This month PROTON celebrates its 35th year anniversary. But how did PROTON become a national treasure? We learn more about the plan behind the brand’s formation and its long-lasting impact on the country.
Back in 1983, the Malaysian government decided they wanted to set about creating a national car brand. According to renowned Malaysian automotive reporter, Chips Yap, this was initially met with scepticism among the local motoring circle. Many felt concerned if the government would leverage its position to impose heavier taxes on foreign companies, thereby giving this domestic brand a competitive advantage.
These suspicions were in part true, as PROTON was exempt from paying taxes on imported parts, but nevertheless, the market remained able to compete. But when the first Proton Saga was launched on July 9, 1985, even a similarly-priced Japanese car from the same segment was incomparable in the hearts of Malaysians, as they were filled with pride and in full support of the country’s first national car brand.
One of the factors that got everyone to support the projects was the rationale behind the formation of a car brand, given by then Prime Minister of Malaysia, Mahathir Mohamad.
What was his idea? To have a domestic car manufacturer that would be able to produce in high volumes, therefore driving up economies of scale, similar to Henry Ford’s original idea of reducing costs via mass production. Many economists would oppose Mahathir’s idea as they feared Malaysia’s automobile market was already small and fragmented with the presence of 22 other automobile brands.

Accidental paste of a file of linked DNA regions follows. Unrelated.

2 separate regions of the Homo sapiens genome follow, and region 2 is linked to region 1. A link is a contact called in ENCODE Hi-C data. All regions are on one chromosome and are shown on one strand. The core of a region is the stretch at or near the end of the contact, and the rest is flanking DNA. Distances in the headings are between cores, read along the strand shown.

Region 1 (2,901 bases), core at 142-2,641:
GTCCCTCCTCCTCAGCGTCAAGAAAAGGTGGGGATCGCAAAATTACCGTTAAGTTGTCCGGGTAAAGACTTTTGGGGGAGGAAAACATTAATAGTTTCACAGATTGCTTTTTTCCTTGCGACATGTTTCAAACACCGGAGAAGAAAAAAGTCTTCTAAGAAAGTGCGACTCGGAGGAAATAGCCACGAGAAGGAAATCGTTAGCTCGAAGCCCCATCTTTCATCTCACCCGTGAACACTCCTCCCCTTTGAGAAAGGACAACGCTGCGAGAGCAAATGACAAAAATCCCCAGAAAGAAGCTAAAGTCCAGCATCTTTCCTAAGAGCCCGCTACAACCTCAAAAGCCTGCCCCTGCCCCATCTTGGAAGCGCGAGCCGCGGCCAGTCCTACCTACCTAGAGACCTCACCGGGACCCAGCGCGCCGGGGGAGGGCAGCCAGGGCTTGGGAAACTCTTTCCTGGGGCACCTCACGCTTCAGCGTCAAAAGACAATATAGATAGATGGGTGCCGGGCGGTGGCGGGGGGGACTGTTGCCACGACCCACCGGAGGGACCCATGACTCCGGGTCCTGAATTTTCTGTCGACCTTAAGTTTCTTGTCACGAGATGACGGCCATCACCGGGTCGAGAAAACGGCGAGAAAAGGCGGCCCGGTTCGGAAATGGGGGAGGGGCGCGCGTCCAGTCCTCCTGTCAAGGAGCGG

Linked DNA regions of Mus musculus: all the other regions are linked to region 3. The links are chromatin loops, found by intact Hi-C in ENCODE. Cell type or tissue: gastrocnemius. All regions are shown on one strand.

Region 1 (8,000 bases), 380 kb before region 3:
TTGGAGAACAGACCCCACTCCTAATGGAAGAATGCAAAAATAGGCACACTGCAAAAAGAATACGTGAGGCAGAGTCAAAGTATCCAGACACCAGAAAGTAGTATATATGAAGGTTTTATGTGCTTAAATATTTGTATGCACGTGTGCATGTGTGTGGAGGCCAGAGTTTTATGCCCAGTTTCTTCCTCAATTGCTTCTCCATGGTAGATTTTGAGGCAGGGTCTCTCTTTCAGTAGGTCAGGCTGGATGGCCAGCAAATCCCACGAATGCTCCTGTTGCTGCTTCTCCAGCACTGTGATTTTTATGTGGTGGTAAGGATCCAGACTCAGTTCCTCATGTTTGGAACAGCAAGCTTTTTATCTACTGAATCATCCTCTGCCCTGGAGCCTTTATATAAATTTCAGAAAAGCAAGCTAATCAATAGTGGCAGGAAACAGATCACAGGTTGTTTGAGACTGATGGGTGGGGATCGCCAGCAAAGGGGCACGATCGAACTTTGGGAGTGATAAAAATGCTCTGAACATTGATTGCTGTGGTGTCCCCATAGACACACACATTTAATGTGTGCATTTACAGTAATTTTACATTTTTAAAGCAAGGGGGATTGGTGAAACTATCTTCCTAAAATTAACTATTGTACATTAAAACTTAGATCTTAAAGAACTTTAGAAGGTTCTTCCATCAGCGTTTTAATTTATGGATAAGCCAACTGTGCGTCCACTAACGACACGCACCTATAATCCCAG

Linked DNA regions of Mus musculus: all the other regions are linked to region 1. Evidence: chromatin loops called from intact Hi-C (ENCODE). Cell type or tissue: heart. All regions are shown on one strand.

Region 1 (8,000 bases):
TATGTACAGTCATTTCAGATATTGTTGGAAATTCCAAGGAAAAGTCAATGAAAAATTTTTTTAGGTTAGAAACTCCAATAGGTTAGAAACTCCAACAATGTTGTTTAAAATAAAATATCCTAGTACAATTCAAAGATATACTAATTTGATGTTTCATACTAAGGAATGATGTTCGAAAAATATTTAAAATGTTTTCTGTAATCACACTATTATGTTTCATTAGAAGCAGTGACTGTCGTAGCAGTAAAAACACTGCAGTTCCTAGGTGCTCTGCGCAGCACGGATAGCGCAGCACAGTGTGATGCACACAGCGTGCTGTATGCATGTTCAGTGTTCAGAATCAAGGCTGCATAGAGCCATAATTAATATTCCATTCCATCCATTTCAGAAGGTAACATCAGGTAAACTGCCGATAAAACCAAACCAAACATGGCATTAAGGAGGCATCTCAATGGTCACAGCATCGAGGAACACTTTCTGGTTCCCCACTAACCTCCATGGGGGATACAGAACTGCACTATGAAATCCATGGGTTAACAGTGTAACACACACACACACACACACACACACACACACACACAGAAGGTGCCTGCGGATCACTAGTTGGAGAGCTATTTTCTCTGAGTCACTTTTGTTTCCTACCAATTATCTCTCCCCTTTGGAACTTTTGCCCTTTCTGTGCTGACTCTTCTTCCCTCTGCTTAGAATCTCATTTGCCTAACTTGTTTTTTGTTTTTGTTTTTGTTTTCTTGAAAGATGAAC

However, Mahathir’s vision was much deeper than it seemed on the surface. He planned to use the national car project as a launchpad into industrialising the entire nation. At that time, Malaysia relied heavily on agriculture, namely palm oil and rubber industries. By establishing PROTON, an entirely new supply chain would need to be formed to cater to its needs, from suppliers to distribution and aftersales.
Furthermore, the project aimed to enhance the engineering and manufacturing capabilities of the local workforce, enabling them to easily contribute to other industries or create entirely new ones within the country. All these steps would help put Malaysia on a fast track to becoming an industrialised nation, many of the world’s most famous examples of which – the U.S., Japan and Germany – owe much of their industrialisation to the strengthening of their automotive industries after World War 2.
Despite all the sceptics and naysayers, PROTON finally launched its first car, the Proton Saga, on July 9, 1985. As Chips retells, the whole affair leading up to and after the launch was managed professionally, while the car itself was a success – it was well-built, well-engineered and as good as the Japanese cars, which back then were the benchmark for engineering excellence.
Prior to the launch, Chips was given a chance to test drive the car in and around the city, leaving many passers-by in awe; every time the car was stationary, crowds would gather around it and ask many questions in a bid to satisfy their curiosity. Each time, Chips would obligingly open the doors to give them a peek of the car’s interior – so much so, in fact, he was concerned the doors would not hold up under such rigorous use (of course, they did). On one occasion, Chip had a stalker posted outside of his home, waiting for Chips to come out so he could ask to be given a look inside the car. Slightly terrifying, but that was the kind of magnetising effect the car had on its people.
As Mahathir had envisioned, PROTON did serve its purpose beyond making affordable cars, as it catapulted the nation’s entire economy with a series of new manufacturing and engineer-driven industries. As for Chips, he is glad to have been there when it first started and is looking forward to where things are headed under the guidance from Geely.